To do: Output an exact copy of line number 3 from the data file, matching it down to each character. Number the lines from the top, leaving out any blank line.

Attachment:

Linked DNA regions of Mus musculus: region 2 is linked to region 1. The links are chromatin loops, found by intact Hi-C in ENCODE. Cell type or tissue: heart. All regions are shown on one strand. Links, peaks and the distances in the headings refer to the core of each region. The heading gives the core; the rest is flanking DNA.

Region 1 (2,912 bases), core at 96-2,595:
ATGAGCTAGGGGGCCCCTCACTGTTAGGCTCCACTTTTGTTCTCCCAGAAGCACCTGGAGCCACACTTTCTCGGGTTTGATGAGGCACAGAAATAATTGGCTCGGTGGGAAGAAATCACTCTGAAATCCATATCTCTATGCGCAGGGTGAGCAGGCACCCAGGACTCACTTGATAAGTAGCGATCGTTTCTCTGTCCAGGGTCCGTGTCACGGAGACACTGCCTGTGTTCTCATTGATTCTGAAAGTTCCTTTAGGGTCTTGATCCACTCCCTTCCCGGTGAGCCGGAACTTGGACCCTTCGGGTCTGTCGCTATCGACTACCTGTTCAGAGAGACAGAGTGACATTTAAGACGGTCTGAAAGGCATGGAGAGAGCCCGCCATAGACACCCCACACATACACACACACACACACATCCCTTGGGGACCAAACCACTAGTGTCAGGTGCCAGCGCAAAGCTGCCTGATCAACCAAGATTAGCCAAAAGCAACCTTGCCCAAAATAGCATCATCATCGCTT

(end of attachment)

ATGAGCTAGGGGGCCCCTCACTGTTAGGCTCCACTTTTGTTCTCCCAGAAGCACCTGGAGCCACACTTTCTCGGGTTTGATGAGGCACAGAAATAATTGGCTCGGTGGGAAGAAATCACTCTGAAATCCATATCTCTATGCGCAGGGTGAGCAGGCACCCAGGACTCACTTGATAAGTAGCGATCGTTTCTCTGTCCAGGGTCCGTGTCACGGAGACACTGCCTGTGTTCTCATTGATTCTGAAAGTTCCTTTAGGGTCTTGATCCACTCCCTTCCCGGTGAGCCGGAACTTGGACCCTTCGGGTCTGTCGCTATCGACTACCTGTTCAGAGAGACAGAGTGACATTTAAGACGGTCTGAAAGGCATGGAGAGAGCCCGCCATAGACACCCCACACATACACACACACACACACATCCCTTGGGGACCAAACCACTAGTGTCAGGTGCCAGCGCAAAGCTGCCTGATCAACCAAGATTAGCCAAAAGCAACCTTGCCCAAAATAGCATCATCATCGCTT